US stock futures ticked lower on the last trading day of the year, indicating a quiet close a year of repeated records on Wall Street about low interest rates and rollout of Covid-19 vaccines.
Futures for the S&P 500 fell 0.1% on Friday. The broad market index ended a little lower Thursday but is about to end the year about 27% higher, which would be its largest annual percentage gain since 2019. Contracts for the technology-focused Nasdaq-100 were flat, and futures for the Dow Jones Industrial Average ticked 0.2% lower.
The quiet trading on Friday equates to a busy year in markets where individual investors piled up in meme stocks, and the rollout of Covid-19 vaccines and low interest rates provided incentives to invest in stocks. These factors helped the S&P 500 close a record 70 times this year, more than a quarter of all trading days, according to Dow Jones Market Data.
Much of the broader market upturn was also driven by a small group of massive stocks, such as
Microsoft and Tesla shares have each risen more than 50% this year, while Apple has risen more than 30%.
“This is truly the year of the economic recovery,” said Sean Markowicz, investment strategist at Schroders. “In 2022, I see growth cooling as the massive political stimulus in response to the pandemic fluctuations.”
Investors see a number of risks heading into 2022 that could derail the market rally. Cases of the Omicron variant of Covid-19 are increasing, causing some companies to limit services and hours as workers report sick. US inflation reached a peak in almost four decades last month, which raises questions about how much price increases Americans can absorb and whether it will affect corporate earnings. The Federal Reserve has also set the stage for one series of interest rate hikes beginning next spring.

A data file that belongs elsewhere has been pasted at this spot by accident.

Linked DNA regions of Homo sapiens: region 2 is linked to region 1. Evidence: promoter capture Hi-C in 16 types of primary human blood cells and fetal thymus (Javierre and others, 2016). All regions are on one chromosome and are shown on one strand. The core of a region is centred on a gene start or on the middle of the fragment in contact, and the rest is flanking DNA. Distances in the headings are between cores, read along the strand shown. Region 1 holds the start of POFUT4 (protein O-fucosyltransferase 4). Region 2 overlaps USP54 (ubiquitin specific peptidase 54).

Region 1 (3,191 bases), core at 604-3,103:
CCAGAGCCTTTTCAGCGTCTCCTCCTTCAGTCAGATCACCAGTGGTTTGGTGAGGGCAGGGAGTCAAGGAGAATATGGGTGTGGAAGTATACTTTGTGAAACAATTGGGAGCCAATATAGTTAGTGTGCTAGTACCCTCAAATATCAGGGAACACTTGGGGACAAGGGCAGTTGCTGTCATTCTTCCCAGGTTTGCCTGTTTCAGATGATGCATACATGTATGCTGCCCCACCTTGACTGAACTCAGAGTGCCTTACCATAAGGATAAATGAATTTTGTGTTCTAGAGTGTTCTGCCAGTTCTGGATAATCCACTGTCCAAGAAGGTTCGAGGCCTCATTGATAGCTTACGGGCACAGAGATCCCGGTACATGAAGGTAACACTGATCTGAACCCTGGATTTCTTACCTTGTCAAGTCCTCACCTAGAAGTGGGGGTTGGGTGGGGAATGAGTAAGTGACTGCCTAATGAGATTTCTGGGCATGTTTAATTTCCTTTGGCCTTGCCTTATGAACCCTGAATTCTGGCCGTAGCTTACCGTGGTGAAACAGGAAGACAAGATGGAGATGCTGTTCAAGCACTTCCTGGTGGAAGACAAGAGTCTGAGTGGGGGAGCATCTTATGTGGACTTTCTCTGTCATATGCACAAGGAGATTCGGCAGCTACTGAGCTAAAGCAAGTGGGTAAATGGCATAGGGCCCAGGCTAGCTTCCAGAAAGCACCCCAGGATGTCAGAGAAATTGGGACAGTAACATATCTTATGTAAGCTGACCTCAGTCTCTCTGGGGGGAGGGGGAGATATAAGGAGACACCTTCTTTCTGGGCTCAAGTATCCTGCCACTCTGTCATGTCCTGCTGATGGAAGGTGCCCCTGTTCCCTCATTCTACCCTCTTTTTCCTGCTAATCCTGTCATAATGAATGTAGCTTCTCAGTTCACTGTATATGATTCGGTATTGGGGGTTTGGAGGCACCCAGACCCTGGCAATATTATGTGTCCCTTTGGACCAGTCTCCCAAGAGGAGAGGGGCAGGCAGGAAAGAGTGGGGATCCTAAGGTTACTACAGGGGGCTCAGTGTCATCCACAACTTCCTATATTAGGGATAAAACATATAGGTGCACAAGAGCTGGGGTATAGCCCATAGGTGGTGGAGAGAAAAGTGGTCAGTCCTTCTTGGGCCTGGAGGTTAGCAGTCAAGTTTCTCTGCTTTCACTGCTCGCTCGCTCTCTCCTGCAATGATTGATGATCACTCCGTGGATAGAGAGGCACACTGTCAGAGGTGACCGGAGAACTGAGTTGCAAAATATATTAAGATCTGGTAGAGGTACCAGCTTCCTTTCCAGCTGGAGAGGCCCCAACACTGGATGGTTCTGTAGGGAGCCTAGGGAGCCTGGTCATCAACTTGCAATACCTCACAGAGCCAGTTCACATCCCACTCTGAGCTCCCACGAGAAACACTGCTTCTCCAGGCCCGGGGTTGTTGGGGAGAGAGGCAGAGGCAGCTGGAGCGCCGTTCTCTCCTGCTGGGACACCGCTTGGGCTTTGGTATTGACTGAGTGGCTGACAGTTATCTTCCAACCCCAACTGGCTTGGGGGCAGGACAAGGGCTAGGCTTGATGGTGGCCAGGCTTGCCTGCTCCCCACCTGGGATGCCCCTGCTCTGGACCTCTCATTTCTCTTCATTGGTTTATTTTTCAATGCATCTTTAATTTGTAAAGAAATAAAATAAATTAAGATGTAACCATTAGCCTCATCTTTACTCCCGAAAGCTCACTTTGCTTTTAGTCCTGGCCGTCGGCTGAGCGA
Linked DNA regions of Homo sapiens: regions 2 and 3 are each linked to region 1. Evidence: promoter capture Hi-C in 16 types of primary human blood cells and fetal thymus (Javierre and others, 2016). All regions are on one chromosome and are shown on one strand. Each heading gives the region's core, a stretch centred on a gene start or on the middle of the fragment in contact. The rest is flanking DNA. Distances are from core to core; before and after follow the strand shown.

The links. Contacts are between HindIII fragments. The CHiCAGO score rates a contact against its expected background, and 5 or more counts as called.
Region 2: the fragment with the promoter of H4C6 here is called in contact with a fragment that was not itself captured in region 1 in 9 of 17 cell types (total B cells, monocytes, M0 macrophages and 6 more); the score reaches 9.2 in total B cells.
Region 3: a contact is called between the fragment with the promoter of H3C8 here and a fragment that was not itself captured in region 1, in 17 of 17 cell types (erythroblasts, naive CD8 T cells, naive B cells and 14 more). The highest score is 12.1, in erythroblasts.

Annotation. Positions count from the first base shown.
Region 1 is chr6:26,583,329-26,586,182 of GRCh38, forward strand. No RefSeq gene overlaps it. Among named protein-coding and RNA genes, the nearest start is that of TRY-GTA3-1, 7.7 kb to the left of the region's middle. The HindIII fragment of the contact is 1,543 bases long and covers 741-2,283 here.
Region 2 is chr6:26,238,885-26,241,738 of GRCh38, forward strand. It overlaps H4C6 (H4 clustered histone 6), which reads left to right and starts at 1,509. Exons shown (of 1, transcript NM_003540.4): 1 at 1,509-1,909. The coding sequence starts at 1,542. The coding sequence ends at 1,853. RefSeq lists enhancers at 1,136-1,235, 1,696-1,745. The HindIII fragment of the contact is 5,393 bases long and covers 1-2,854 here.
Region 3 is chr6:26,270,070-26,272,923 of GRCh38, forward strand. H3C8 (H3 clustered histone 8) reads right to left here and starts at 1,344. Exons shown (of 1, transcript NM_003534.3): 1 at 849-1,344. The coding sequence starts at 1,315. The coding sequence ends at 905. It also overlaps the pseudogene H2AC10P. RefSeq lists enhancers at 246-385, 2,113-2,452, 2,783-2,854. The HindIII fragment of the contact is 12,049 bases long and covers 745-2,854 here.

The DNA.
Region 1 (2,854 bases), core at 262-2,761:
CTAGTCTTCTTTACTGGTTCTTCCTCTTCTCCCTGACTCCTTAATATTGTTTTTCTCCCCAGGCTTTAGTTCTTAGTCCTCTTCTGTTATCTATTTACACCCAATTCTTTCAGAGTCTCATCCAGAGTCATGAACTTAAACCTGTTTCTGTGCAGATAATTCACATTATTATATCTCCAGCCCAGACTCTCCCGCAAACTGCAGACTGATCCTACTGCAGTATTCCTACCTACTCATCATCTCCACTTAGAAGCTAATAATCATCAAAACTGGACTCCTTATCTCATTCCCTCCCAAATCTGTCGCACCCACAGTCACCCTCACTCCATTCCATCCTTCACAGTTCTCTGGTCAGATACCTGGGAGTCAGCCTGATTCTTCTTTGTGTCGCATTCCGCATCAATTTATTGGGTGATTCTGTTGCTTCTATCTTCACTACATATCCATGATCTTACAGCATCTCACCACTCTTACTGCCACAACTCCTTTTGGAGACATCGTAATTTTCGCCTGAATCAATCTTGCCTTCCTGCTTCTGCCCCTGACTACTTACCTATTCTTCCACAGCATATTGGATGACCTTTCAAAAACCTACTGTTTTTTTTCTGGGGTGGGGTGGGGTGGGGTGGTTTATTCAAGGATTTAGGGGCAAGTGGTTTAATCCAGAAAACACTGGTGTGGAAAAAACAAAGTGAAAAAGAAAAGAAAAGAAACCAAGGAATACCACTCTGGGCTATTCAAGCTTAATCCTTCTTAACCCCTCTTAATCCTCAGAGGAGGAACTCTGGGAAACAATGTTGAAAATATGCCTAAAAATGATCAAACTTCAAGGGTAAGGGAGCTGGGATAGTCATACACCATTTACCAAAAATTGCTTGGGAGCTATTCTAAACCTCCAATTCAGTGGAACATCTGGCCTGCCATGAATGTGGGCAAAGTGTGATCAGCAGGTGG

In the bond markets, the yield on the leading 10-year government bond ticked down to 1.505% from 1.514% on Thursday. Interest rates rose 0.601 percentage points this year as of Thursday, the largest one-year rate hike since 2013, according to Dow Jones Market Data. Investors have sold out of government bonds, which has pushed up interest rates because holding bonds that yield less than inflation means they are locking in a loss. Dividends and prices move the other way around.
Abroad, the pan-continental Stoxx Europe 600 fell almost 0.2% lower, with markets closed in Germany, Spain and Italy. The broad market index has risen more than 20% this year.
The shares of Hunter Douglas, a Dutch manufacturer of blinds and coatings, rose 70% in trading in Amsterdam after private equity firm 3G Capital agreed to buy a majority stake in the company.
The fast-spreading Omicron variant is blurs the outlook for the oil markets after a rapid recovery in demand, prices pushed to the highest level for years. Brent crude oil futures, benchmark in the global oil markets, fell 1.7% on Friday to $ 78.21 per share. barrel.
Shares in Chinese Internet and technology companies ran in Hong Kong on the last day of the year following an increase in their equivalent U.S. depository receipts overnight. The Hang Seng Tech Index, which tracks the 30 largest technology companies listed in the city, rose 3.6% on Friday in a holiday-shortened trading session. The broader Hang Seng index rose 1.2 per cent.
China’s Shanghai Composite rose 0.6% on Friday. The markets in South Korea and Japan were closed due to a public holiday.
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